As a result of his studies, he met LCCC Professor of Chemistry Regan Silvestri, Ph.D., and asked if he knew of an aerospace-related project he could participate in.
“I wanted to do work that mattered and that was contributing to the scientific community,” says Kolodey. “I told him I was in aerospace and scientific research, and he said, ‘I’ve got the perfect project for you.’”
Kolodey dove into the project, helping validate a NASA-developed method for testing insulating materials for hypersonic flight.
“I was able to apply the critical thinking instilled in me by LCCC to solve real-world problems,” says Kolodey, who has had a life-long interest in space. “Doing things in an experiment in a lab for a grade is one thing, but testing, troubleshooting and improving on a piece of equipment for an organization that launches things into space is remarkable.”
Beyond the engineering experience he gained, Kolodey had opportunities to interact with and learn from NASA and U.S. Air Force scientists. He says their advice and guidance have had a lasting impact on him.
“Their words of encouragement set me on a course that makes me very confident in my future as an electrical engineer,” he says.
Steve Miller, principal investigator for the project, says the work of LCCC students, including Kolodey, has paved the way for acceptance of NASA’s new test method.
“Part of getting a new test method accepted is proving that the method can be repeated by researchers at other facilities,” says Miller. “LCCC students provided that validation.”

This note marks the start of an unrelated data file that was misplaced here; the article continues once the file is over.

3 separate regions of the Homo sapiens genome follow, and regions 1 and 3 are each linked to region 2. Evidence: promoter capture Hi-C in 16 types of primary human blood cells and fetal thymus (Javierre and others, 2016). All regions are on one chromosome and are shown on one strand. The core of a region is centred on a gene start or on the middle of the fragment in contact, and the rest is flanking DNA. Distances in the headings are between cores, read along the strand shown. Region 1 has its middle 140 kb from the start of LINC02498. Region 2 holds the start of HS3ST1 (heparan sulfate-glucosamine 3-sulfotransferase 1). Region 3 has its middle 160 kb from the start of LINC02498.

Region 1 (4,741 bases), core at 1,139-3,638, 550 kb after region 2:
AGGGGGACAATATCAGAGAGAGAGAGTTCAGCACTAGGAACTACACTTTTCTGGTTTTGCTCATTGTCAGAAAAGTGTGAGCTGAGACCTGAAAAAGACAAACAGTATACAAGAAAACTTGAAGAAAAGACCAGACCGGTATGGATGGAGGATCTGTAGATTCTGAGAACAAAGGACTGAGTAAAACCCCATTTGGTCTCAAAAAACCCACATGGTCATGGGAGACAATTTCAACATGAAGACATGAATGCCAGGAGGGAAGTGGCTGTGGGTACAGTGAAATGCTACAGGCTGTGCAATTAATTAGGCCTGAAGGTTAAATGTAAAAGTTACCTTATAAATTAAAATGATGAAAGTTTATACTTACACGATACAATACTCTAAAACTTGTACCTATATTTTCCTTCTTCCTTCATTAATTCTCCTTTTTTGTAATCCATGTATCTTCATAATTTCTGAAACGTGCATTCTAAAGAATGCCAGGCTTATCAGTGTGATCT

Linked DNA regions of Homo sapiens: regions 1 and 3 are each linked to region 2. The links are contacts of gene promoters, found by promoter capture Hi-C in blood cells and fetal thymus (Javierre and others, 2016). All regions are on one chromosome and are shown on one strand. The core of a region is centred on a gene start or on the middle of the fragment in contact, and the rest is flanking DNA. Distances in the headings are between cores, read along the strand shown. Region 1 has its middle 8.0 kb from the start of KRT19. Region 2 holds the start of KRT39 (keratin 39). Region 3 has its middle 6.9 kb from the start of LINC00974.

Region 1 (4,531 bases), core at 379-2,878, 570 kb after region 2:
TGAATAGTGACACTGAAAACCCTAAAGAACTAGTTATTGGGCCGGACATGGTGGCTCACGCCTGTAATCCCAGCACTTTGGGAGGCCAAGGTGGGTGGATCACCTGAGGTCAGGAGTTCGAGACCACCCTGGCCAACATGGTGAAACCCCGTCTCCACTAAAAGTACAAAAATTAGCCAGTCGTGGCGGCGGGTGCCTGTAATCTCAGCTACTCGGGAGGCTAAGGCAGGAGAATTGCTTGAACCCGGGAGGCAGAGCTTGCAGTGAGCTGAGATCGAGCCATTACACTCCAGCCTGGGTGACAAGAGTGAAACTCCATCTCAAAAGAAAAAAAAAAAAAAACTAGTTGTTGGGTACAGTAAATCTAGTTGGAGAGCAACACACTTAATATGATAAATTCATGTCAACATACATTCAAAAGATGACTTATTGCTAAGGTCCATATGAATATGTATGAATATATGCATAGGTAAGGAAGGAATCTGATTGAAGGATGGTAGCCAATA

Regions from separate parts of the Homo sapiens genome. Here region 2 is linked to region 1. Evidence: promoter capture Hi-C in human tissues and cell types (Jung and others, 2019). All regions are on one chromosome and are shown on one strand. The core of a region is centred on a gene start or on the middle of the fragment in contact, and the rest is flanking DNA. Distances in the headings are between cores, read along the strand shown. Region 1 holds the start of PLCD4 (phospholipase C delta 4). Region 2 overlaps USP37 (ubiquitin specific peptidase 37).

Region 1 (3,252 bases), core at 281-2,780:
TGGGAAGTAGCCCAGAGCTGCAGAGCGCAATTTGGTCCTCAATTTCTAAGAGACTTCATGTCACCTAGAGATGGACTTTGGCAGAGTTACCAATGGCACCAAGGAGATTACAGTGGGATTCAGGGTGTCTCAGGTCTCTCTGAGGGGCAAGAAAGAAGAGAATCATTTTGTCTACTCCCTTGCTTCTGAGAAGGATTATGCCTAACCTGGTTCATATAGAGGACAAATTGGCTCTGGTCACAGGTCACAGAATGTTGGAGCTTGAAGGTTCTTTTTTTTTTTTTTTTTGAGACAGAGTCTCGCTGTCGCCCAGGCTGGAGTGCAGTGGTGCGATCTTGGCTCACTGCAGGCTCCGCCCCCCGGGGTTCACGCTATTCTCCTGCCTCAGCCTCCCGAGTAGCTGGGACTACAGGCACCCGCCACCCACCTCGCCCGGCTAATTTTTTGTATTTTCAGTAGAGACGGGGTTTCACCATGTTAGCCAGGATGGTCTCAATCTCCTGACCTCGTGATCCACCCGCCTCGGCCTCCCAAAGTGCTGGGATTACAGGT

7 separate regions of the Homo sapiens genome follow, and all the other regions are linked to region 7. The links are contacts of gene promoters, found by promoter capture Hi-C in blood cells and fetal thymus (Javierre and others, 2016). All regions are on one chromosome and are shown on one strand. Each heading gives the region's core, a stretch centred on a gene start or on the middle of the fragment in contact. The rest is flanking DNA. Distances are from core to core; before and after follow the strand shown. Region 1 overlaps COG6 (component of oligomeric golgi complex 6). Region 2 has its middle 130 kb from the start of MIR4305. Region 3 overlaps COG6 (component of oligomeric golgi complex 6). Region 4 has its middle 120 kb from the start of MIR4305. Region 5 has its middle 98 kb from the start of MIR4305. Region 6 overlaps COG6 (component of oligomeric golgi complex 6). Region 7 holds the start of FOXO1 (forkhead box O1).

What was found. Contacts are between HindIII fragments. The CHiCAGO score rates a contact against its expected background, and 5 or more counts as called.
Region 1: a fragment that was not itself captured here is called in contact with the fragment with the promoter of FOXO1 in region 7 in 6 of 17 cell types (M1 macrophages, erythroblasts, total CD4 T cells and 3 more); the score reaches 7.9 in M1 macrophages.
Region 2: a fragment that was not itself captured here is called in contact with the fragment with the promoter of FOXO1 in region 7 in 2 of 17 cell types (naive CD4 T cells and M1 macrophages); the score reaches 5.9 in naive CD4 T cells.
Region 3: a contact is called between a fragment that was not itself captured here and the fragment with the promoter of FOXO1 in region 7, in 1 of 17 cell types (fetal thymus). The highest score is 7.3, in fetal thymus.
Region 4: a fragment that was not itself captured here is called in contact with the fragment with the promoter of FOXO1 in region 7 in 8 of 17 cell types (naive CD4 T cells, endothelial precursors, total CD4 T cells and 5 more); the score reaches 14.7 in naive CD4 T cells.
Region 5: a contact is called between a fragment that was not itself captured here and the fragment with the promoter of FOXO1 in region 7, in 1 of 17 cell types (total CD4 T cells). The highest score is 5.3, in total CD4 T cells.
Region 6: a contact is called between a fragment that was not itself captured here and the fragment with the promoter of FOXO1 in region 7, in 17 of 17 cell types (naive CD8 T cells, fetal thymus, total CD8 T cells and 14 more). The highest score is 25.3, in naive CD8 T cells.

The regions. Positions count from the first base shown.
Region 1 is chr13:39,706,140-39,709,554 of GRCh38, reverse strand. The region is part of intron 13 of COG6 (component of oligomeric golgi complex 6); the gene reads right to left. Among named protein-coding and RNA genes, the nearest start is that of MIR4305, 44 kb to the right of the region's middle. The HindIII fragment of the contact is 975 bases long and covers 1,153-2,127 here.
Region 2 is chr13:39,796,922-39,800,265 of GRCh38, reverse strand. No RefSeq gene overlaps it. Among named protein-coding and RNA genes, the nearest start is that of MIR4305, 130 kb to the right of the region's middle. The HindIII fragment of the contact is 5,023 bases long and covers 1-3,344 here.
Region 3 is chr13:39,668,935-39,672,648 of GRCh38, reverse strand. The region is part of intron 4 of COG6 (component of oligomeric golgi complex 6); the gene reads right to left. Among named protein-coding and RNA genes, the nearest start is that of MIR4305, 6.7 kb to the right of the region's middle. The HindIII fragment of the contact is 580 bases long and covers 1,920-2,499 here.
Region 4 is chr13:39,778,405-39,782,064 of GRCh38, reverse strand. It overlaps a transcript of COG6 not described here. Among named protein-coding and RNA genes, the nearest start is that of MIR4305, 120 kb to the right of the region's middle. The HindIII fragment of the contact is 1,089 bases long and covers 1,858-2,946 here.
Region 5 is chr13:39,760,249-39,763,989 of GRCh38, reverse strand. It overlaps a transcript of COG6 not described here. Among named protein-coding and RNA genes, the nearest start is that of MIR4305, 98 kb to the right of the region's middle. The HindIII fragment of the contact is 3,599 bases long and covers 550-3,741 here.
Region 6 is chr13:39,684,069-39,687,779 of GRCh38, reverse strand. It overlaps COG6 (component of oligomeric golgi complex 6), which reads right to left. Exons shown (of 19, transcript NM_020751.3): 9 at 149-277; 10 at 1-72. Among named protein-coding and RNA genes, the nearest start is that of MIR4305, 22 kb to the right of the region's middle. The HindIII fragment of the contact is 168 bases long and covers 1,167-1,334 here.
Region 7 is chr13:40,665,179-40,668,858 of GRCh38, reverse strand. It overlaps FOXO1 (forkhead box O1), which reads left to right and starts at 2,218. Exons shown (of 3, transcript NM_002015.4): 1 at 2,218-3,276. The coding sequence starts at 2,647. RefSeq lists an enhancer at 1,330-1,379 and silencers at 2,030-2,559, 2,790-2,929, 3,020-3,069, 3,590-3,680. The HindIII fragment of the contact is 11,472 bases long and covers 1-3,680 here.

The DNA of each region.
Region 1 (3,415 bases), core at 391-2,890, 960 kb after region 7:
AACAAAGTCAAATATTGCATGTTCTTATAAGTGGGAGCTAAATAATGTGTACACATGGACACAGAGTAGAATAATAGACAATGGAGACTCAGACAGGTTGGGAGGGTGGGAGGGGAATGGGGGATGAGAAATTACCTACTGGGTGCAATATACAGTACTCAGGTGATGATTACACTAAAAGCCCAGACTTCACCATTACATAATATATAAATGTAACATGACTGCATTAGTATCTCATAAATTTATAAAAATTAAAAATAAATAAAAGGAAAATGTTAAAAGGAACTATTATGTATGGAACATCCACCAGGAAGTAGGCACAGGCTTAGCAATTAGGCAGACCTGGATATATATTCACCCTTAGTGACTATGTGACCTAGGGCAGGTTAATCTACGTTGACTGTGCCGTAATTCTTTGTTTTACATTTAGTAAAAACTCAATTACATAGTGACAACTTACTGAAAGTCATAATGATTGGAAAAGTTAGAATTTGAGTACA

Kolodey says the opportunity at NASA was beyond anything he had imagined he would be able to contribute to as a student.
Ali Sayir, Ph.D., an aerospace engineer and program manager at the Air Force Office of Scientific Research in Arlington, Virginia, connected Miller’s company with LCCC and NASA scientists.
“I wanted to engage with LCCC so students could work with NASA and learn something that will help them in their education and help them find jobs,” he says. “The project enormously exceeded my expectations, and that doesn’t happen very often.”
Finding his path
Kolodey says LCCC helped him find his way at a time in his life when he couldn’t imagine what the next step would be.
“I found a path that fit me perfectly, one that I would never have imagined was something I would love to do or could be successful at,” he says. “I had avoided a lot of career paths because I didn’t think I was smart enough for them or because I didn’t understand the core concepts.”
That changed after four semesters at LCCC.
“I had so many options for my future that the struggle was settling on just one,” he says.
Today Kolodey is pursuing a bachelor of science degree in electrical engineering.
“Although I’m pursuing electrical engineering, I’m really hoping it’s going to point me in the direction of using robots in space to work on rovers, which would be phenomenal,” he says.
And he encourages other students to pursue their futures at LCCC, as he did.
“The staff at LCCC will match whatever effort you put in and help you go to levels you can’t really imagine until you’re standing on top looking back at how far you’ve come,” he says. “Without them, I imagine I would have found a job that consumed my soul, but I don’t have to think about that now that I’m pursuing a dream that ignites it.”